Our love affair with the pumpkin is one that has lasted for many centuries. Can you think of a more recognized symbol of harvest and autumn? Well, there are many but when a pumpkin is seen, it typically means autumn has arrived. So, what is it about this gourd that attracts us so? What spell does it weave upon the unsuspecting?
The Deep, Bright Orange
There are fewer shades of orange which are more enticing than the atypical orange found in the majestic pumpkin. I have found only one other example in nature akin to this beautiful hue. In my youth, whim and fancy would lead to many captivating road-trips. One of my most memorable was when I was travelling to Chicago and as I travelled the miles and miles of farm land of Iowa; I came to a complete stop as the sun was setting. In America the Beautiful, the author comments on the amber waves of grain but it really did not hold any meaning until that day. The grain fields were set alight and I stood in awe as I have never seen anything quite like this ever. Held over the waves of grain was a foreign round object and the color of fire. This could not be the sun I gazed upon so many times before. The sun I knew was distant and remote. This object was the size of a planet and my eyes were deceived into thinking I could walk right up to it and touch it. This fiery, beautiful orange is the only orange that immediately comes to mind that matches the deep, burnt orange of the pumpkin.
When it comes time to pick out a pumpkin for Halloween, the preference to the shape is as individual as one’s own hair style. Some prefer the tall, more oblong shape of pumpkin as this provides more real estate for their carved creation. Others (and I am in this category) prefer the perfectly round, traditional variety. I have a ‘thing’ for perfect symmetry and I have been known to spend a great deal of time rummaging through the pumpkins for that perfect round shape. Nearly one thing all can agree on is that the pumpkin of choice must have an ample stem. This completes the overall appearance not to mention it provides ease of lifting and replacing the lid of your carved jack-o-lantern.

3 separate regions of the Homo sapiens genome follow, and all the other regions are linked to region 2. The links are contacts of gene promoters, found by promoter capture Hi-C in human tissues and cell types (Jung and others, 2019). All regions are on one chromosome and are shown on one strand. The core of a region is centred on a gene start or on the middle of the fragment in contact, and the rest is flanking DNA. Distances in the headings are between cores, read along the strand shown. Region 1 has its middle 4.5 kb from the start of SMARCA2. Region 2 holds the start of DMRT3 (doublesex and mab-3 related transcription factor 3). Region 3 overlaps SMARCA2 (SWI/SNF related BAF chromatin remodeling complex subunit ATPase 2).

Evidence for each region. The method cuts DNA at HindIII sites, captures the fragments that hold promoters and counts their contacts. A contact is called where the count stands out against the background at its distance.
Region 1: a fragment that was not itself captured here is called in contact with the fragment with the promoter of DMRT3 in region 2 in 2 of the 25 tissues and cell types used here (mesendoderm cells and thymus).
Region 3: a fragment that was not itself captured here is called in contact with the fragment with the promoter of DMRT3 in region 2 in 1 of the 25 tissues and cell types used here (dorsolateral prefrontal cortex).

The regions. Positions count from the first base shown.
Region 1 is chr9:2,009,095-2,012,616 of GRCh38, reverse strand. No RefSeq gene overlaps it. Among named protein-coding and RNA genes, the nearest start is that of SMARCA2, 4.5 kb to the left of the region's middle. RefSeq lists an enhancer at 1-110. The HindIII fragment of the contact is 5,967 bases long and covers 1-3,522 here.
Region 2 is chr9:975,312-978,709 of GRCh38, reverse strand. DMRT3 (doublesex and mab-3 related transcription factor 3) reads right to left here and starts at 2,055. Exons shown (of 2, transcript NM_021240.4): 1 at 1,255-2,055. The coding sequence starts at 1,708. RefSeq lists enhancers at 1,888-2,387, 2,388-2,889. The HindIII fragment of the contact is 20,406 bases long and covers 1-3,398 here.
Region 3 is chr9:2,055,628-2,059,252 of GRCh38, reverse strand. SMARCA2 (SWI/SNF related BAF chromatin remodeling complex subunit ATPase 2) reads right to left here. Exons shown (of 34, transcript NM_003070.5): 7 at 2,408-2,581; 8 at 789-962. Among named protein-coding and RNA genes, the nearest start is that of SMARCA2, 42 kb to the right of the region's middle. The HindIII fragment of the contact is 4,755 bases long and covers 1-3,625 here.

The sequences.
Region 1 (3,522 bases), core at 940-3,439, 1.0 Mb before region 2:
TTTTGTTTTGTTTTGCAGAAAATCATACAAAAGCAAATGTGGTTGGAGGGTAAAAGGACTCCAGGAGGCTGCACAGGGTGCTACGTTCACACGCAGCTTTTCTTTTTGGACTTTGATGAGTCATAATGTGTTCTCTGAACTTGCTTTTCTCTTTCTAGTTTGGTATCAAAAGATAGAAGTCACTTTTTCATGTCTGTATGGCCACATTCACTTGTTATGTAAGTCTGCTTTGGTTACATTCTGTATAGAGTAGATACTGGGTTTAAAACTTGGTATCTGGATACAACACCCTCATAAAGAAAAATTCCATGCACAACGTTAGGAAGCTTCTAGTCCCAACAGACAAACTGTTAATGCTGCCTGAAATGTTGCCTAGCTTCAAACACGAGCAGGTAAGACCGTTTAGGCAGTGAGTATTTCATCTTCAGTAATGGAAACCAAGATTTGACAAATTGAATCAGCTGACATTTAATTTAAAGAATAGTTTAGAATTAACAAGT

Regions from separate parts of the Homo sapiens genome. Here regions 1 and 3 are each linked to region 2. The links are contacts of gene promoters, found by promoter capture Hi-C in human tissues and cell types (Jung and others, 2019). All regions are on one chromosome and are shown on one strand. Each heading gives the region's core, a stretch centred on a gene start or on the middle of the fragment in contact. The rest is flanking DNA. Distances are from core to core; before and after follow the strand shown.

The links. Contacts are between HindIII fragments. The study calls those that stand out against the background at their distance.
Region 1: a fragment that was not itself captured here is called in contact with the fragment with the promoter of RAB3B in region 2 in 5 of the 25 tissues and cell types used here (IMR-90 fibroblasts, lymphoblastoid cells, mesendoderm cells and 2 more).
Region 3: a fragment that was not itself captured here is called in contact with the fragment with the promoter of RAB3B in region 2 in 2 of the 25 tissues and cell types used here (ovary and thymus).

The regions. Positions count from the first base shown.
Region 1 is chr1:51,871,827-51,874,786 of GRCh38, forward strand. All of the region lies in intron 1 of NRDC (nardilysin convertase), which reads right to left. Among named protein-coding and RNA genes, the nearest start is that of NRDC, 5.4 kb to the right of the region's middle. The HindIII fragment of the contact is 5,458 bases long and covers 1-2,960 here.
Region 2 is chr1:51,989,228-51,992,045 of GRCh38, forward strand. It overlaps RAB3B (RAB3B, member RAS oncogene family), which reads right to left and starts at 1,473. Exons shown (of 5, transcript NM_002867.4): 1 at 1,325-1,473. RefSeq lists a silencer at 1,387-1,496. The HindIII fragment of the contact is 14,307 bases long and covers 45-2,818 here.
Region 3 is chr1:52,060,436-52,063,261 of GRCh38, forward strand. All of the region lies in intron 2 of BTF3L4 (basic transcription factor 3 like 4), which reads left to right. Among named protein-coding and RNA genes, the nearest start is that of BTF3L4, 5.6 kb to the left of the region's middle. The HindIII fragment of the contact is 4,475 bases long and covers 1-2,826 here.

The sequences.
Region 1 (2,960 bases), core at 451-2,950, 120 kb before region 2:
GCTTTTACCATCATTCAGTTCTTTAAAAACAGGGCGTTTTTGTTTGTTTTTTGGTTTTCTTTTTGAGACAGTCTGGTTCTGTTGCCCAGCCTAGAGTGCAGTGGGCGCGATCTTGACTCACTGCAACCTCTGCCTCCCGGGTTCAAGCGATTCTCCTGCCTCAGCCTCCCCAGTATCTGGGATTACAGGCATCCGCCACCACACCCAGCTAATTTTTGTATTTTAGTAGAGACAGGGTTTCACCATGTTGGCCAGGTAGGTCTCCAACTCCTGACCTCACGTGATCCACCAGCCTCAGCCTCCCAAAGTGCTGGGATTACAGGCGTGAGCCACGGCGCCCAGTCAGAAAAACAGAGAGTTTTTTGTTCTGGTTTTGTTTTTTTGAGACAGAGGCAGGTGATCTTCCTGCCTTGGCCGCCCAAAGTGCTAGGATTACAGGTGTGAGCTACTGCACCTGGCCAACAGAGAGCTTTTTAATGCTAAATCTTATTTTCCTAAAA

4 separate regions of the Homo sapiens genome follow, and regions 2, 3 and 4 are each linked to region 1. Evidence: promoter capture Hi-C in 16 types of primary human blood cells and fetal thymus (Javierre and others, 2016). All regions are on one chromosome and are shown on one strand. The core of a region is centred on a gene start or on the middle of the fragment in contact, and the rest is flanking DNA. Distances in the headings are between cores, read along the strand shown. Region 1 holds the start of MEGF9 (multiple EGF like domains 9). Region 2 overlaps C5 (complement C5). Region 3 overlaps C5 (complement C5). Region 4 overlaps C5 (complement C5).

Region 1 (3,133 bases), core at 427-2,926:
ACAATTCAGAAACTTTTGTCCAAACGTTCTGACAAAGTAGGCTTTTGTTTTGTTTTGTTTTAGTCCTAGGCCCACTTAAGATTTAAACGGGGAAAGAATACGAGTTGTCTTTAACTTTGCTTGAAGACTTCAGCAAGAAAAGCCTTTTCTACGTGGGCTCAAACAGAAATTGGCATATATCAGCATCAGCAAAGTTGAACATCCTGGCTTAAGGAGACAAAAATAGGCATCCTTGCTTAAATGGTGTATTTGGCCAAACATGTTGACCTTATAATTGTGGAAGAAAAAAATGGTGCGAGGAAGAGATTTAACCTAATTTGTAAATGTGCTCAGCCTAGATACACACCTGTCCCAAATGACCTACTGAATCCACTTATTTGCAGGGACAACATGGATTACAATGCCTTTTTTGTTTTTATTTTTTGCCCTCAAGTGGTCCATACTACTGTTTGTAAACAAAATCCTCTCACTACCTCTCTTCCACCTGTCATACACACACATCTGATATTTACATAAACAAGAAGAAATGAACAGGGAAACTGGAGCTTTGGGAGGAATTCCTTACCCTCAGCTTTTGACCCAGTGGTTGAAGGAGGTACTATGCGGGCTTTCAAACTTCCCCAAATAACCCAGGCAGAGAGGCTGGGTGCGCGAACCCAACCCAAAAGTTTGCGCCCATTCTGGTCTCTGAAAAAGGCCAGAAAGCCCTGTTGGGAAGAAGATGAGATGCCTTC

One of the more unique aspects of this beautiful orange fruit is the texture. There are few fruits that have such inviting ridges just begging to be touched. Admit it, when you enter your local grocers during this time of year, your hand reaches out to feel those pumpkin grooves.
With the falling leaves of auburn and crimson, the pumpkin is also there to herald the arrival of autumn and essentially the entire holiday season. Of course pumpkins are purchased for carving and dressing in accordance with the Halloween holiday but they are also used to symbolize the harvest as well. Pumpkins that escape the carving often take pride and place with perhaps a cornucopia and other gourds well into Thanksgiving. My personal favorite for this type of decorating are the miniature pumpkins. Mixing several with all of the other exotic shaped and colorful gourds can provide a grand display for the months of October and November.
Beyond our tables and porches, the pumpkin has wound its tendrils around modern day pop culture. What does Cinderella’s fairy god mother use for the perfect carriage to take her to the ball? Why a pumpkin of course! What a grand carriage it turned out to be as well. Perhaps most famous is the beloved Charles Schulz cartoon, “It’s the Great Pumpkin Charlie Brown!” While the rest of the Peanuts gang enjoys the typical traditions of Halloween, Linus and Sally sit in the midst of the most sincere pumpkin patch in hopes of the Great Pumpkin’s arrival. Despite the Great Pumpkin’s absence, there is one thing that always strikes a chord with me when it comes to Linus’ pumpkin patch and that is his overflowing pride for his creation. I, like millions of my fellow gardeners have cultivated a pumpkin patch and perhaps like me, my contemporaries think of Linus and this endearing cartoon as their patch takes shape. I remember thinking in those days that my patch was very sincere and most definitely worthy of the Great Pumpkin.
Article By Benjamin Hill (BennysPlace)